Andhra Pradesh's traditional arts & crafts, like Ikat weaving and Kalamkari painting, have survived despite the onslaught of industrialisation.

Andhra Pradesh is home to various ancient handicraft, with several specialist guilds of craftsmen attributing their skills to sages of antiquity, scriptures and even divinity. Subsequent influences from invasions also added a foreign dimension to the aesthetics.

Many of these practices, Passed down from generation to generation, have retained the original techniques and designs, while simultaneously absorbing fresh techniques in order to stay relevant. Andhra Pradesh has the distinction of having as many as 13 Geographical Indications from the Government of India for its cultural heritage.

The Kalamkari fabrics-which are hand-painted or block-printed-derive their name from kalam, or pen, which is the tool used by Kalamkari artisans. Kalamkari paintings done on cloth panels narrate entire stories from the Puranas, the Ramayana and the Mahabharata.

The Ikat weaving technique is widely practiced in Andhra Pradesh. In this technique, both warp and weft can be tie-dyed in such a way that the programmed pattern appears on the finished fabrics upon weaving. The oldest Ikat centre in the state is Chirala. Telia is a trademark offering Chirala. It is a multi-purpose cloth used as a lungi, loincloth and shoulder-cloth. Telia gets its name from the extensive use of tel (oil) in the process of weaving the yarn.

Ponduru, in Srikakulam district is renowned as the land where the finest khadi is woven, so much so that even Mahatma Gandhi is said to have preferred khadi from Ponduru.

Machilipatnam has emerged as an important carpet-weaving centre. Wool-pile carpets from Eluru's thriving woollen carpet industry said to have been established by Persians during the Mohammedan rule-are largely exported.

Usually named after the villages or towns where they are produced, saris woven using traditional techniques are highly sought after not only in India, but overseas as well. In Dharmavaram alone, there are over a thousand shops that sell silk saris. These saris are ideal to wear during cold weather and are preferred by Bharatanatyam and Kuchipudi dancers. They are especially appreciated for their double colours and shaded effects. Dharmavaram also has the distinguished claim of being the only Silk Exchange in the country.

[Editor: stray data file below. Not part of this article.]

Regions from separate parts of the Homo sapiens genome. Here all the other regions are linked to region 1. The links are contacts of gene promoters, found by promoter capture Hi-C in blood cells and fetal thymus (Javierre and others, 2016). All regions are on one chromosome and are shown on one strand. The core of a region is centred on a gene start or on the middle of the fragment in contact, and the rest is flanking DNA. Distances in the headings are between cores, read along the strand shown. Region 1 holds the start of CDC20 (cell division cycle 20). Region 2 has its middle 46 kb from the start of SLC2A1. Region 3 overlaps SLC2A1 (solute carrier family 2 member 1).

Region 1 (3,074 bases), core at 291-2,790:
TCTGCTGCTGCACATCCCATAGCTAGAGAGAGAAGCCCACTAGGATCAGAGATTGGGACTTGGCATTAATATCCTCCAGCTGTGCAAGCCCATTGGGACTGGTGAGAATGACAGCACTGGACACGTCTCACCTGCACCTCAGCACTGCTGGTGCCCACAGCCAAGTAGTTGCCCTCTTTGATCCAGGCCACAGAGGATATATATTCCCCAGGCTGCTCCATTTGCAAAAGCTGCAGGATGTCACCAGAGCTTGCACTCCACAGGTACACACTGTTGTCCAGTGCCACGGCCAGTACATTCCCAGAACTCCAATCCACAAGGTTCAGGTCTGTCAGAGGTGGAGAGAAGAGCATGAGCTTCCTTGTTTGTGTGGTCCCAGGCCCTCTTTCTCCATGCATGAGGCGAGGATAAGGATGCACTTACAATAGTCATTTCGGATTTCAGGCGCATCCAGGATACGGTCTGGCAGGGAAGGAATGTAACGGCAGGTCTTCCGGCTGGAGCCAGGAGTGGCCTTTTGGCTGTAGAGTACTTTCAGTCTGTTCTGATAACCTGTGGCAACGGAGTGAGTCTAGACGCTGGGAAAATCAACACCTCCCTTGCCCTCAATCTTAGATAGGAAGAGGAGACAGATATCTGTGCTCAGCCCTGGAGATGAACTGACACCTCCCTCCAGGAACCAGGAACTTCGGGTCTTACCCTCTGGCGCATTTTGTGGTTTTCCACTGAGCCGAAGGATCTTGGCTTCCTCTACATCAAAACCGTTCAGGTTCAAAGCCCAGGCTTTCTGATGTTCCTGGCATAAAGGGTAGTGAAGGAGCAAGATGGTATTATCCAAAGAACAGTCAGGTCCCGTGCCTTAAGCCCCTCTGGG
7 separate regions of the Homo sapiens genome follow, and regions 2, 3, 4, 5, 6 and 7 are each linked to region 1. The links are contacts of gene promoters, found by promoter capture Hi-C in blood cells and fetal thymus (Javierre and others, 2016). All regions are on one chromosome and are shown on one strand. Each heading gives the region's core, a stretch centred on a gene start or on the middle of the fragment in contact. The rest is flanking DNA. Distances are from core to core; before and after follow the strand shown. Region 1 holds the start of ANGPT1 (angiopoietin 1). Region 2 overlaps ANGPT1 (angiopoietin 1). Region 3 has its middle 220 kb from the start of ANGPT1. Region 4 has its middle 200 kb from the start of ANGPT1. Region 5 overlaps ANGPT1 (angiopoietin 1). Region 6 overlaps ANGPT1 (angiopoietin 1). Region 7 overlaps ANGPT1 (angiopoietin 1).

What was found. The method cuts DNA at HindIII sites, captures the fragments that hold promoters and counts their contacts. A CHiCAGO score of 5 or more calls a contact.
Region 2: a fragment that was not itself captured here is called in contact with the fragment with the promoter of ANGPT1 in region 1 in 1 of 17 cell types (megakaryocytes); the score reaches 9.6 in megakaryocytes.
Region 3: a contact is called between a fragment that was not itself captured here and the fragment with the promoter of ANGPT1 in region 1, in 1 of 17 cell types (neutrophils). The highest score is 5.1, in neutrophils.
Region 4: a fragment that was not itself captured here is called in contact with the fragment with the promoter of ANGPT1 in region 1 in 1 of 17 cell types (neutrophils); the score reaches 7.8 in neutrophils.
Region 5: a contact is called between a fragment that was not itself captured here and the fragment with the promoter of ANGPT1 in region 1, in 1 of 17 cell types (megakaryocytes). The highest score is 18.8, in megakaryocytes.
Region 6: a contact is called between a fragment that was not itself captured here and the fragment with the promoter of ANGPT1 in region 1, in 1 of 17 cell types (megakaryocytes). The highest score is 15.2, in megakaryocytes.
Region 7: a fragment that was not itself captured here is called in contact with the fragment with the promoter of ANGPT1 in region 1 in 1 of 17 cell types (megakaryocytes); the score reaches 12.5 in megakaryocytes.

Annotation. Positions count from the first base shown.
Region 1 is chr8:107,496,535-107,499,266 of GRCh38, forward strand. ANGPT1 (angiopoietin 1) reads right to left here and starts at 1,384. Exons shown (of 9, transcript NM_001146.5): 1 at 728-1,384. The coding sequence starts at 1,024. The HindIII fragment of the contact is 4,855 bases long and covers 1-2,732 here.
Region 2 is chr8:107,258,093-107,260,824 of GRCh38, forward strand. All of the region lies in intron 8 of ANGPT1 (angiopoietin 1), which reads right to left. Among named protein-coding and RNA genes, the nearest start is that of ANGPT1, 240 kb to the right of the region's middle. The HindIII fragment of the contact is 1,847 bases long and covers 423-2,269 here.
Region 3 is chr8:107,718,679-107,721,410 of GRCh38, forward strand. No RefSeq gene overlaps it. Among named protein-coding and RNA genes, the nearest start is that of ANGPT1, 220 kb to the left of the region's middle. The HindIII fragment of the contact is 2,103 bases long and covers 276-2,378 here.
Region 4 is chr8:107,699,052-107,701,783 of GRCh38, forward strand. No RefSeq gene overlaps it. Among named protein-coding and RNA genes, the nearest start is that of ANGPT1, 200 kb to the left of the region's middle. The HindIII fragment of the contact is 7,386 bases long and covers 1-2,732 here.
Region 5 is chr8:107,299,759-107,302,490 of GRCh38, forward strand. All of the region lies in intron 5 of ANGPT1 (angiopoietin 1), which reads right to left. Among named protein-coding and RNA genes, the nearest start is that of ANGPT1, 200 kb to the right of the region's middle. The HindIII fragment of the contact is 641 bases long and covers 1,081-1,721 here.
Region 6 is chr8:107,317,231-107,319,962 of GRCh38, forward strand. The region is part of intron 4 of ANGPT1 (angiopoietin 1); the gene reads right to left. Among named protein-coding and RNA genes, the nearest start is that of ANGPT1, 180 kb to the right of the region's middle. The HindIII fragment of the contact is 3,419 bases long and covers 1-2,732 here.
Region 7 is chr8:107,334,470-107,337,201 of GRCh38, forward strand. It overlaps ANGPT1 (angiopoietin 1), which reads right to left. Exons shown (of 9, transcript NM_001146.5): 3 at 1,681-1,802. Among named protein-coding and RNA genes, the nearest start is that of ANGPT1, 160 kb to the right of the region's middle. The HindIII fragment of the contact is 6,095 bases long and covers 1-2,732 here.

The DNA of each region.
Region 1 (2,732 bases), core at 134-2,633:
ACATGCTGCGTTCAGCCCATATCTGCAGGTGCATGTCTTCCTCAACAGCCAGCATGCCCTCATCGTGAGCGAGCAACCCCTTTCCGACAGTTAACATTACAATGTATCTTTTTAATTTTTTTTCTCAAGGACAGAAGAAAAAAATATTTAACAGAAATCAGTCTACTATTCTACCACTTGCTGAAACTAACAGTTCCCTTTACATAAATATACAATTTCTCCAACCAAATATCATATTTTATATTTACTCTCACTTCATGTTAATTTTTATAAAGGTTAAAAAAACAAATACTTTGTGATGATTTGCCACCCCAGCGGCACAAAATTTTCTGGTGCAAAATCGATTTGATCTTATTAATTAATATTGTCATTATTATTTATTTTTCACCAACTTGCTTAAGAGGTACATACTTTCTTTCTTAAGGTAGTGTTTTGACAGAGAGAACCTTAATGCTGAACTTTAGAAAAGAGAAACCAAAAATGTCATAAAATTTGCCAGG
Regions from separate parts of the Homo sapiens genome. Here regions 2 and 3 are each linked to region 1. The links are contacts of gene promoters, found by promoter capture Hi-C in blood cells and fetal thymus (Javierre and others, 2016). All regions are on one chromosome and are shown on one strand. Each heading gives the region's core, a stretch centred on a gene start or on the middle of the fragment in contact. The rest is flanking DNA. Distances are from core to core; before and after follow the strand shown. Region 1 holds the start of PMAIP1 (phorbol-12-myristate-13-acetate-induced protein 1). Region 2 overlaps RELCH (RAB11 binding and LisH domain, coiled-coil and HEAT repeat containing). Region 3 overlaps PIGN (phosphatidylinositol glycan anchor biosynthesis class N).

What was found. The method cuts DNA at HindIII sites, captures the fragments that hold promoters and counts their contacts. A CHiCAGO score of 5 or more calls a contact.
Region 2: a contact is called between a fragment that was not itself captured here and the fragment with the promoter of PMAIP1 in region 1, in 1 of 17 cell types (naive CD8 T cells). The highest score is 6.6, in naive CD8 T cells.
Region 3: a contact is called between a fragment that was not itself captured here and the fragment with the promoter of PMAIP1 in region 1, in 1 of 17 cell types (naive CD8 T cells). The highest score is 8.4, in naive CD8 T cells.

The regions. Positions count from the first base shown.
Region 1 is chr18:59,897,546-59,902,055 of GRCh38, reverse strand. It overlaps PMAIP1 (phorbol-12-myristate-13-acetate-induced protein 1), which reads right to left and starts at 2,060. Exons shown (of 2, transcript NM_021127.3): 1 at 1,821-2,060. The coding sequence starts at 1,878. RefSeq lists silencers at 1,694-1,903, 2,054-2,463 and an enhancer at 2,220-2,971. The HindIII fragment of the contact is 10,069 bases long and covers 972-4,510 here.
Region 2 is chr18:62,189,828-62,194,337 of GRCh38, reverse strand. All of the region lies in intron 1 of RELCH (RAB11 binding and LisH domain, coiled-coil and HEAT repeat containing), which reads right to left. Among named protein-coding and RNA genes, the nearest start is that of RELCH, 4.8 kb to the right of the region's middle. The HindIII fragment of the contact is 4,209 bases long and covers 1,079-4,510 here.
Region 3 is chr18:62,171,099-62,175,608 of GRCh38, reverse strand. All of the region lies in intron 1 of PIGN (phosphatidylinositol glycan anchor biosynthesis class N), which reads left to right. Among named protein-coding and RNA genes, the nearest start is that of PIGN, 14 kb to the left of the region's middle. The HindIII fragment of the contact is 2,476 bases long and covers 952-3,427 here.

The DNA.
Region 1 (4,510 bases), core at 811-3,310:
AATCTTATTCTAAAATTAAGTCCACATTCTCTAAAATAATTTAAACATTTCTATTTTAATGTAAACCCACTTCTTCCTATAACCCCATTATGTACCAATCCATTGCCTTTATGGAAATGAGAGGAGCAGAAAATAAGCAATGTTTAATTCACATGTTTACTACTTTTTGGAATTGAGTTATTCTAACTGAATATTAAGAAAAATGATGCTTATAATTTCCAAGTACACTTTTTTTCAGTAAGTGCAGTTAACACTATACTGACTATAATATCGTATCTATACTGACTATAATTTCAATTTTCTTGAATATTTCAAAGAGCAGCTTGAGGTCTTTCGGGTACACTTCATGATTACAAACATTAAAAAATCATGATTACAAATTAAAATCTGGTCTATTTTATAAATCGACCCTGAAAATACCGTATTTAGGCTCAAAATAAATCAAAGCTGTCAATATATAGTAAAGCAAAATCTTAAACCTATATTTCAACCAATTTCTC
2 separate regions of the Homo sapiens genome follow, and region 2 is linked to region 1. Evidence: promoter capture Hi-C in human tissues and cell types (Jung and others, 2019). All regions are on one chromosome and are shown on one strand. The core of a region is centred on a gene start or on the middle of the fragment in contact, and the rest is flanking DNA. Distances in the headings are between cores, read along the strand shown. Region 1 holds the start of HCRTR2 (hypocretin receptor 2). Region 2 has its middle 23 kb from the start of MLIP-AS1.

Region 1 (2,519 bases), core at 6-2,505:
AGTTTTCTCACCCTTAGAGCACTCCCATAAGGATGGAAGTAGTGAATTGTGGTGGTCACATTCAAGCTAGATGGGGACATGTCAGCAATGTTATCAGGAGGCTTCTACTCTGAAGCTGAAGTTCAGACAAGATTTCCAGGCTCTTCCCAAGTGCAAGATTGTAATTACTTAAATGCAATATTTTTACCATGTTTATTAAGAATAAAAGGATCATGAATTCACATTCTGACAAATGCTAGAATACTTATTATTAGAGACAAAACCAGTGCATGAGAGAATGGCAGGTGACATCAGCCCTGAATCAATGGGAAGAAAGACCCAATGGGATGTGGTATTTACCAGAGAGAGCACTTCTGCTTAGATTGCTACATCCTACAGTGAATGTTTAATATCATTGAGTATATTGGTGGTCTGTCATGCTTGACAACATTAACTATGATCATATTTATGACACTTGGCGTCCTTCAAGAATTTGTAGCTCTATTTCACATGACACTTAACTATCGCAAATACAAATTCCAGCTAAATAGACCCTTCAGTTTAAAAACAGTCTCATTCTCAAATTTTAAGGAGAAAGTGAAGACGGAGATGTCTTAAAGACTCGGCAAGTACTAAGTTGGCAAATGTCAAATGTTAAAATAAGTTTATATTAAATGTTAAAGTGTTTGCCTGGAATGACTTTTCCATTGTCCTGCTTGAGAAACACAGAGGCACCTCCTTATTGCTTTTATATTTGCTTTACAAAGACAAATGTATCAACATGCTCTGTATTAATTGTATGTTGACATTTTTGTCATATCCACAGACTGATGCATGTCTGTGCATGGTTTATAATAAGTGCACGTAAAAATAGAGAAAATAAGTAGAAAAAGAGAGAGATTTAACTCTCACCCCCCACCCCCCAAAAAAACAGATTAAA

The handmade saris of Venkatagiri and Nellore, are characterised by fine crafts-manship. Even the most elaborate power loom products are no match for the intricate patterns of these saris, which are woven using locally made jallas, a type of handloom.

Uppada Jamdani saris, woven in uppada in East Godavari district, are known for being extremely light in weight. The weavers use zari, which is a silk thread that is often dipped in pure gold, to make these intricately designed saris.

Mangalagiri, in Guntur district, produces cotton saris that usually feature zaris on the borders, with little or no designs on the body.

Machilipatnam Kalamkari technique employs the use of vegetable dyed wooden blocks that have various designs carved on them. The blocks are dyed with vegetable based colours and their designs are pressed on to the surface of the fabric.

The Srikalahasti school of Kalamkari involves the use of hand painting instead of block printing. Kalamkari saris of this style are especially noted for their borders and elaborate pallus.

Chaya nataka, or shadow puppetry, employs leather dolls painted with vegetable dyes with the same painstaking attention to detail one sees in the Kalamkari tradition. More than 200 families in the village of Etikoppaka, 65km from Visakhapatnam, produce lacquered wooden toys carved in the shape of mythological figures found at the Harappa and Mohenjodaro excavation sites. Artisans from Varigonda and Nupuram villages make toys from sawdust in traditional designs, featuring characters from Hindu epics. Artisans in Kondapalli, known as Arya Kshatriyas, whose lineage can be traced back to Brahmanda Purana, use soft poniki wood to create toys with expressive faces.

And More
The Brassware artisans of Budithi village in Srikakulam district are highly versatile in their skills, offering items as varied as cooking utensils to flower pots and planters.

The saraswathi veena made in Bobbili in the district of Vizianagaram is known for its aesthetic superiority, as well as its depth and fullness of tone. Craftsmens of the Bobbili Veena Sampradayam make this form of the veena. These veenas are carved out of a single piece of wood from the jackfruit tree, instead of the standard three pieces. A miniature version of the Saraswathi veena is available for sale.

The craftsmen from Chittoor district involved in bronze icon casting have to study the Shilpa Shastra (Science of Arts and Crafts) carefully in order to produce ornamental brassware, which this region is famous for.

In Visakhapatnam district, exquisite trinket boxes made of tortoise shell and bone are characterised by intricate perforated designs on the bone fretwork, through which the orange glow of the shell can be seen clearly.

In Narsapur in West Godavari district, the women of the fishing community use their familiarity with net-making to create lace and crochet designs, a craft that was introduced in the region by Dutch and Portuguese missionaries that had once lived here.

Wood carvings from Udayagiri, made from Red Sander wood, are highly sought after by architects and interior designers. This craft has also been adapted to make kitchenware such as spoons. Red sandalwood found in Chittoor district is used to carve images of Lord Venkateswara and the Tirupati Temple.


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